Kinetta is nearing assembly of the first 10 prototypes of its single-chip, PL-mount digital cinema cameras. Designed for documentary and low-budget filmmaking, these await the delivery of AltaSens' 2/3in., 2.2-megapixel (1920×1080) “system-on-a-chip” CMOS sensors. (JVC's 3-chip HDV camcorder and a 3-chip Ikegami box camera are delayed for the same reason.) Unique to Kinetta are a color OLED viewfinder and a film-style quick-change “magazine” housing 12 1.8in., 40GB ATA drives (that's what Apple uses in its iPod). Configured as a RAID 3 setup, the cameras will deliver 110 minutes of RAW uncompressed 10-bit log recording at 24fps. What's more, inventor Jeff Kreines promises a hand crank for fully variable speed up to 60fps.

Ikegami introduced its first Editcam in 1996. It was a breakthrough product. The camcorder recorded SD on removable hard drives, and in partnership with Avid, the drives could directly connect to that company's NLE systems. At NAB 2005, the company takes its innovative design to a new level, as it introduces an HD version that employs Avid's breakthrough 10-bit DN×HD codec. With the codec's lossless 2:1 compression, Ikegami looks to be a contender. “Unlike some of the other [HD] designs, the CMOS chip and DN×HD together will allow us to record a full 1920 raster,” says Alan Keil, vice president and director of engineering at Ikegami.


Canon sees interactivity as the way to solve a problem that shooters face: too much info in the wrong place. Instead of thumbing through a 50-page manual in the field, an LCD readout on the zoom lens might just be a good way to deliver the info. Voilá. Here is the debut of Canon's EDD (Enhanced Digital Drive) lens family. “In some cases, people were not using the camera's features at all [before the EDD lenses released],” says Gordon Tubbs, assistant director, Canon U.S.A.'s Broadcast and Communications. “We thought that if we could make the setting and the checking of the memory that's in the lenses' digital drive more visual, we could make it simpler for the operator, while adding more functions since it's visual.” The LCD's GUI offers a point-and-click way through the menus, but that can be turned off for run-and-gun shooters.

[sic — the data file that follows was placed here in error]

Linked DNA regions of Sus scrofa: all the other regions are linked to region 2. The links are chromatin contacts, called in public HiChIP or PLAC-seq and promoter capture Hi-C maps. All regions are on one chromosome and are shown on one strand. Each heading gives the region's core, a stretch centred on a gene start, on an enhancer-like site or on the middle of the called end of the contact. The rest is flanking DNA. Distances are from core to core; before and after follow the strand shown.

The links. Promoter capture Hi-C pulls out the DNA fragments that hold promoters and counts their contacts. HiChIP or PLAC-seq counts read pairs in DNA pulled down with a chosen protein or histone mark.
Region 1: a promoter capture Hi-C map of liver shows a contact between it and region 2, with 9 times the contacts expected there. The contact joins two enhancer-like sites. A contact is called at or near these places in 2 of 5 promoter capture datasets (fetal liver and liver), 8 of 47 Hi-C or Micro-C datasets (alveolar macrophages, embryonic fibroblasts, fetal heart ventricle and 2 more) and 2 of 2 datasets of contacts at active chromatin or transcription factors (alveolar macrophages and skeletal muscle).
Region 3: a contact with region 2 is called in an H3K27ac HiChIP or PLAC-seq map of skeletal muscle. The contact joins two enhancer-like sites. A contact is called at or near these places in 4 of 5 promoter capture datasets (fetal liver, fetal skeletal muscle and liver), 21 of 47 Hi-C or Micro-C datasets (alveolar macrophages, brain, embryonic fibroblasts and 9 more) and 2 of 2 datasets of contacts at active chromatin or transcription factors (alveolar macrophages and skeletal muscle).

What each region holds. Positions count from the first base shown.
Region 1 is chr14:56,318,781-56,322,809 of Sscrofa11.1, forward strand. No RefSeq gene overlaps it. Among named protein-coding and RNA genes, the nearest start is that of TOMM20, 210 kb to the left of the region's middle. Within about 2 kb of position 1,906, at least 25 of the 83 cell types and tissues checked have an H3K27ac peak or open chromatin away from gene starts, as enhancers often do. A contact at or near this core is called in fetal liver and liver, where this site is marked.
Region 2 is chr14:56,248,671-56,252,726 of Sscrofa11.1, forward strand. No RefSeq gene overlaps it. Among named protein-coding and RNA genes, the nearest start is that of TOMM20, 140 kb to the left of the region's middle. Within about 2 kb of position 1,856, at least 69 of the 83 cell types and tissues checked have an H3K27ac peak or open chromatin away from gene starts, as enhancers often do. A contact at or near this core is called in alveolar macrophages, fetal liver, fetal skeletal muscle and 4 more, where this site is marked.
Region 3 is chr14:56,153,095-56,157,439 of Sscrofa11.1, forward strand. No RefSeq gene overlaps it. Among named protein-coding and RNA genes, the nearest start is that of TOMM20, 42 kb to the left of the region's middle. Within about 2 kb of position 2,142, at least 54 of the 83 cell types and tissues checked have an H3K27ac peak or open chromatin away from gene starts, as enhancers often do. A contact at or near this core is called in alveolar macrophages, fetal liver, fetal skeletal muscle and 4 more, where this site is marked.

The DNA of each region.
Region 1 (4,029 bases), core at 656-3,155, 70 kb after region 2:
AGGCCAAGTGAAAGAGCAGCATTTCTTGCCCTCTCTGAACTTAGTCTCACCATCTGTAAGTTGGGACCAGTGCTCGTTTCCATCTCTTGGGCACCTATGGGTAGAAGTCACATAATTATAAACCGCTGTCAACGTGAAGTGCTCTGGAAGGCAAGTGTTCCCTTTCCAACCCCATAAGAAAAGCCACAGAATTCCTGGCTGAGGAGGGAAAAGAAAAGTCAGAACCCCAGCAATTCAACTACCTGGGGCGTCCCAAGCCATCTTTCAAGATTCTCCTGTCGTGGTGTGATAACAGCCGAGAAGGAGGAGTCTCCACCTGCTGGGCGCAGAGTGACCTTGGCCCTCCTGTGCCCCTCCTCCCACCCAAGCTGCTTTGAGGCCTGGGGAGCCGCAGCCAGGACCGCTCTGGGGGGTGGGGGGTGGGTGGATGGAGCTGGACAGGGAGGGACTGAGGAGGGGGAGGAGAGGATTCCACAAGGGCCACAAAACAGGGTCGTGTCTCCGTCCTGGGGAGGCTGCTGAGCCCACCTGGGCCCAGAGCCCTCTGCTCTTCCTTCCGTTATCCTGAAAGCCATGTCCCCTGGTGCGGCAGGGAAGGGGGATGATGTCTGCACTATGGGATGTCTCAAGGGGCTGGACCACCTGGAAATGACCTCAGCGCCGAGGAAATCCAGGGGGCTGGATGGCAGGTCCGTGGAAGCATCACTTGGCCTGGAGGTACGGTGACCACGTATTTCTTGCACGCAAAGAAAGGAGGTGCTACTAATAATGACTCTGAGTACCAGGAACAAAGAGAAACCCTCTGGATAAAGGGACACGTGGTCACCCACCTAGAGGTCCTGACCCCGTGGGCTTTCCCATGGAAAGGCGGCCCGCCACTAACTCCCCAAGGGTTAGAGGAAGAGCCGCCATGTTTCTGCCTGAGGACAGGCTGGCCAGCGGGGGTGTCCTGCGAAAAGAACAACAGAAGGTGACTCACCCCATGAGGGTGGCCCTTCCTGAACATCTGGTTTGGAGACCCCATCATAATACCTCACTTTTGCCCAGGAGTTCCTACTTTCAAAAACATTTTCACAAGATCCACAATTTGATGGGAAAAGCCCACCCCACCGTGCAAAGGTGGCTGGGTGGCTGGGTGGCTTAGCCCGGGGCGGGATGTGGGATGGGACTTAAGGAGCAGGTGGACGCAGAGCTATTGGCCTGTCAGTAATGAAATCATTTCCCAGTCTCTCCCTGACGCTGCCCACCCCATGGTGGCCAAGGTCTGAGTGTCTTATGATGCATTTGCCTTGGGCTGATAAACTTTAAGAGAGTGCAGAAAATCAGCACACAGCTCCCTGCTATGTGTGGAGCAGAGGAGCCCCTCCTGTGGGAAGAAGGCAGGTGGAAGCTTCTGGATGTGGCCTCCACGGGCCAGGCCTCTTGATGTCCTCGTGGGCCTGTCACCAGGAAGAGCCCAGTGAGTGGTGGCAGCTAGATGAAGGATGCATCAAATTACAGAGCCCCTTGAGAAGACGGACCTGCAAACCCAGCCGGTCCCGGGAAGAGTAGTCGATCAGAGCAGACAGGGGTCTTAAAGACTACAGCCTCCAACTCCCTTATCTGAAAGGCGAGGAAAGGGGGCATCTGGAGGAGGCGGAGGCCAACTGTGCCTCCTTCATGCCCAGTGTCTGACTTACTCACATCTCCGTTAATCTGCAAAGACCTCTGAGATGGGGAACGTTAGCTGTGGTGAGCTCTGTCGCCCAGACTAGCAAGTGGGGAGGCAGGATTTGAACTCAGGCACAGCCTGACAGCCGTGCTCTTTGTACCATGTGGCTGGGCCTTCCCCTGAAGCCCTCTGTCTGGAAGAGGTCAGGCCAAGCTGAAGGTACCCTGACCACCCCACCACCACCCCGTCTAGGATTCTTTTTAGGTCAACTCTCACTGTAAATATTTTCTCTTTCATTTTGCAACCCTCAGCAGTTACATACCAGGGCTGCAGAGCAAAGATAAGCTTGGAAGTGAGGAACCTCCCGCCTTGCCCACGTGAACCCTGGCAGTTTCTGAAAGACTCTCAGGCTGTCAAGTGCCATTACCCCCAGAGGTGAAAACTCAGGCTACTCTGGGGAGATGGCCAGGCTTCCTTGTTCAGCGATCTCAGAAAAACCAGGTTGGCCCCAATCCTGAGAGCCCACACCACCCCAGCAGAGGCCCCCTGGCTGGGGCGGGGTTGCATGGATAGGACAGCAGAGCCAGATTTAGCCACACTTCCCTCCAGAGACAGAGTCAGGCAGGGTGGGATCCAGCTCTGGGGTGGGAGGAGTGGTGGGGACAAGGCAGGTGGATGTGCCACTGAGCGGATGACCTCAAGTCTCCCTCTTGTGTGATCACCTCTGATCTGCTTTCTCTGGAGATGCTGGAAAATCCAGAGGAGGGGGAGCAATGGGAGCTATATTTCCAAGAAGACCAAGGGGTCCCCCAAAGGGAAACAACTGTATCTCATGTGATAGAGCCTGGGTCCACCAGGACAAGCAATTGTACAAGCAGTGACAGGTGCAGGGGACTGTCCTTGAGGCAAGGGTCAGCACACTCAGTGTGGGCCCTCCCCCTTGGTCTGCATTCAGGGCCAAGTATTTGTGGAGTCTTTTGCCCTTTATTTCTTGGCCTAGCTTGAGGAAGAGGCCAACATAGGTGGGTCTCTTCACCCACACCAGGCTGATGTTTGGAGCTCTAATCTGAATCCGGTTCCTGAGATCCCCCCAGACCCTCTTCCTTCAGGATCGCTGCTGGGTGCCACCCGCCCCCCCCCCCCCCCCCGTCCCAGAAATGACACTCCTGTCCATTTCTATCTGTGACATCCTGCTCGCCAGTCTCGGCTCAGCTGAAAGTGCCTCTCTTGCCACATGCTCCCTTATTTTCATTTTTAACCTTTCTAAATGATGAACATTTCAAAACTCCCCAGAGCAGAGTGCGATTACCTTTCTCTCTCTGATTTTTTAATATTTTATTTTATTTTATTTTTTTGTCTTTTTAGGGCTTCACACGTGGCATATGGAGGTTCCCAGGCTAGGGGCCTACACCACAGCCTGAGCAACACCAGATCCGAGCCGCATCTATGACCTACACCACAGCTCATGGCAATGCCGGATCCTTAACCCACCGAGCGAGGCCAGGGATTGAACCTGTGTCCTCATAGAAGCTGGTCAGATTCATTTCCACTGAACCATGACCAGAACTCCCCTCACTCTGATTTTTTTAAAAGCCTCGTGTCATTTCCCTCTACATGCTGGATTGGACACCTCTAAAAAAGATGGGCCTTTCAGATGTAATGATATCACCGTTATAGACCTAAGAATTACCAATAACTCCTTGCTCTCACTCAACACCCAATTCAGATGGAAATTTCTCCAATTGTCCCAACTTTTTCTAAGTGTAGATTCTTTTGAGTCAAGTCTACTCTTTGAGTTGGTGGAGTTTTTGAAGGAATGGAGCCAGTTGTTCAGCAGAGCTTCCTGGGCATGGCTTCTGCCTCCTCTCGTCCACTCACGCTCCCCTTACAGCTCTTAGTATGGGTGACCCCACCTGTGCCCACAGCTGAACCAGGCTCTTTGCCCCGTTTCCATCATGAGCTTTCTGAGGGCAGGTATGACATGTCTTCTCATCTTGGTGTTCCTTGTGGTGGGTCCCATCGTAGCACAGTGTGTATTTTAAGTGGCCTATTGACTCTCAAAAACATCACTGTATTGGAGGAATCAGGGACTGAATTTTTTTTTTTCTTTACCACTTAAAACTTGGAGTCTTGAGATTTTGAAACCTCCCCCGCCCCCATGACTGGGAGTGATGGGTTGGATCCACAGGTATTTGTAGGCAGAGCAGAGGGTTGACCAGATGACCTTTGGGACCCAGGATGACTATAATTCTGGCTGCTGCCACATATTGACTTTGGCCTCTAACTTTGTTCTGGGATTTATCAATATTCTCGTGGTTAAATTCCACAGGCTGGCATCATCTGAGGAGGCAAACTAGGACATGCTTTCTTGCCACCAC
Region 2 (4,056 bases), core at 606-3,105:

When Panavision debuted its 300x HD Zoom at NAB 2004, some expressed surprise. The film world's iconic camera manufacturer had not only created a telephoto lens that delivered results beyond any HD lens out there, but it would also be the company's first product to be sold outright. Where? To new markets including homeland security, sports, and news broadcasting. According to the company, the lens has a unique design that allows it to zoom continuously from a very wide field of view at the short (7mm) focal length to 2,100mm.

Feeling nostalgic for that classic retrofocus 5.9mm T1.9 Angenieux? Band Pro has announced a new Carl Zeiss 3.9mm T1.9 DigiPrime, to be introduced at NAB in April. If existing DigiPrimes are any indication, color fringing will be imperceptible. But how about that barrel distortion the Angenieux is famous for? Whatever the case will be, this is one anxiously awaited lens, especially since it delivers an astonishing 100-degree view angle.

Fujinon extends the coverage of its HD prime lenses to nine with the introduction of the HAeF10, a T1.5 10mm lens that fills the gap between its existing HAeF8mm and HAeF12mm. It has the focus pullers' required 280 degrees of focus rotation and features large, bright markings for zoom, focus, and iris and cine-compatible gearing like the others in the series. The gearing allows the lens to work with existing cine controls and matte boxes.

Canon's FJ series of HD-EC lenses fills out to include a 55mm prime, the sixth lens in the series. The FJs55 lens sports a fast T1.6 aperture and an enhanced focus rotation angle of 280 degrees (up from 180 degrees). One unique product: Canon's ACV-235 Anamorphic Converter, which sits between a prime or zoom lens and the camera. Canon says shooters can now record CinemaScope size (aspect ratio 2.35:1) images with an HD camera.